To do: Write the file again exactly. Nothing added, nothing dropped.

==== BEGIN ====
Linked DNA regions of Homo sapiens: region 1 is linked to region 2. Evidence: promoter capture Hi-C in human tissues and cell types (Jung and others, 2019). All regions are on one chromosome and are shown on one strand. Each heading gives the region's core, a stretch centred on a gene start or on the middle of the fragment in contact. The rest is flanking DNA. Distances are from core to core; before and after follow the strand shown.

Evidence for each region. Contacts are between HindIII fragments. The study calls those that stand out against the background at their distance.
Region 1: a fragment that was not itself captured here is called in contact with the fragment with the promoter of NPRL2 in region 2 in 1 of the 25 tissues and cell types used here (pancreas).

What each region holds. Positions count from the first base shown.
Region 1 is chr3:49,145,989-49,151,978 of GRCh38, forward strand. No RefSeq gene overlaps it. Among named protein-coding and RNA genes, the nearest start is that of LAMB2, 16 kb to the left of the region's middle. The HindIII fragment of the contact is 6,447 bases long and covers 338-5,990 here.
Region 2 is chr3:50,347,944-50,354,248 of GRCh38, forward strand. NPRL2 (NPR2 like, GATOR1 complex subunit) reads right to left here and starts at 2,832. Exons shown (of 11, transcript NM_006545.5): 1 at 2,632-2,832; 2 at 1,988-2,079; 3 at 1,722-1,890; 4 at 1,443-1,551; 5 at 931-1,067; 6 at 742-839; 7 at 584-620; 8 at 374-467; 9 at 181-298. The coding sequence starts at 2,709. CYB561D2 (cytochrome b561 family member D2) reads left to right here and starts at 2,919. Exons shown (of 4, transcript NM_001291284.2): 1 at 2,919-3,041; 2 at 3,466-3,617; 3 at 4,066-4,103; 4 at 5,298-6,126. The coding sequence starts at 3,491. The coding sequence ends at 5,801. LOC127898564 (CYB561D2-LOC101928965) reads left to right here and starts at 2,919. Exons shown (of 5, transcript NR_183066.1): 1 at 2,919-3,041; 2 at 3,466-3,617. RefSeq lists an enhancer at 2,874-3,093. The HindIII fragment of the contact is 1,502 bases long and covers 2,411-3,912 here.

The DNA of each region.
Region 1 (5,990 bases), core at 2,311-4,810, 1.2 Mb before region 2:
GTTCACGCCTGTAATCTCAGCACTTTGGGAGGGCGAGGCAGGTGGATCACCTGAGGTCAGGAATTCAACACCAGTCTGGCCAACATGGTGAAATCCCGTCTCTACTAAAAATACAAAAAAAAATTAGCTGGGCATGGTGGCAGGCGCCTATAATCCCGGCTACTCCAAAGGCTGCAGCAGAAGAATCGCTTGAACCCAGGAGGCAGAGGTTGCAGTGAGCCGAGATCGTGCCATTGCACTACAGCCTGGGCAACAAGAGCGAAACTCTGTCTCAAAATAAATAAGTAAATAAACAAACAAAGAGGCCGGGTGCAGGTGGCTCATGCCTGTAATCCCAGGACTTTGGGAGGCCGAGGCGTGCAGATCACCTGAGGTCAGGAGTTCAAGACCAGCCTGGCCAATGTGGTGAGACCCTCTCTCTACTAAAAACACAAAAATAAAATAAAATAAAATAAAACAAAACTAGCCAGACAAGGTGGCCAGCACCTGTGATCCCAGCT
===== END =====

Linked DNA regions of Homo sapiens: region 1 is linked to region 2. Evidence: promoter capture Hi-C in human tissues and cell types (Jung and others, 2019). All regions are on one chromosome and are shown on one strand. Each heading gives the region's core, a stretch centred on a gene start or on the middle of the fragment in contact. The rest is flanking DNA. Distances are from core to core; before and after follow the strand shown.

Evidence for each region. Contacts are between HindIII fragments. The study calls those that stand out against the background at their distance.
Region 1: a fragment that was not itself captured here is called in contact with the fragment with the promoter of NPRL2 in region 2 in 1 of the 25 tissues and cell types used here (pancreas).

What each region holds. Positions count from the first base shown.
Region 1 is chr3:49,145,989-49,151,978 of GRCh38, forward strand. No RefSeq gene overlaps it. Among named protein-coding and RNA genes, the nearest start is that of LAMB2, 16 kb to the left of the region's middle. The HindIII fragment of the contact is 6,447 bases long and covers 338-5,990 here.
Region 2 is chr3:50,347,944-50,354,248 of GRCh38, forward strand. NPRL2 (NPR2 like, GATOR1 complex subunit) reads right to left here and starts at 2,832. Exons shown (of 11, transcript NM_006545.5): 1 at 2,632-2,832; 2 at 1,988-2,079; 3 at 1,722-1,890; 4 at 1,443-1,551; 5 at 931-1,067; 6 at 742-839; 7 at 584-620; 8 at 374-467; 9 at 181-298. The coding sequence starts at 2,709. CYB561D2 (cytochrome b561 family member D2) reads left to right here and starts at 2,919. Exons shown (of 4, transcript NM_001291284.2): 1 at 2,919-3,041; 2 at 3,466-3,617; 3 at 4,066-4,103; 4 at 5,298-6,126. The coding sequence starts at 3,491. The coding sequence ends at 5,801. LOC127898564 (CYB561D2-LOC101928965) reads left to right here and starts at 2,919. Exons shown (of 5, transcript NR_183066.1): 1 at 2,919-3,041; 2 at 3,466-3,617. RefSeq lists an enhancer at 2,874-3,093. The HindIII fragment of the contact is 1,502 bases long and covers 2,411-3,912 here.

The DNA of each region.
Region 1 (5,990 bases), core at 2,311-4,810, 1.2 Mb before region 2:
GTTCACGCCTGTAATCTCAGCACTTTGGGAGGGCGAGGCAGGTGGATCACCTGAGGTCAGGAATTCAACACCAGTCTGGCCAACATGGTGAAATCCCGTCTCTACTAAAAATACAAAAAAAAATTAGCTGGGCATGGTGGCAGGCGCCTATAATCCCGGCTACTCCAAAGGCTGCAGCAGAAGAATCGCTTGAACCCAGGAGGCAGAGGTTGCAGTGAGCCGAGATCGTGCCATTGCACTACAGCCTGGGCAACAAGAGCGAAACTCTGTCTCAAAATAAATAAGTAAATAAACAAACAAAGAGGCCGGGTGCAGGTGGCTCATGCCTGTAATCCCAGGACTTTGGGAGGCCGAGGCGTGCAGATCACCTGAGGTCAGGAGTTCAAGACCAGCCTGGCCAATGTGGTGAGACCCTCTCTCTACTAAAAACACAAAAATAAAATAAAATAAAATAAAACAAAACTAGCCAGACAAGGTGGCCAGCACCTGTGATCCCAGCT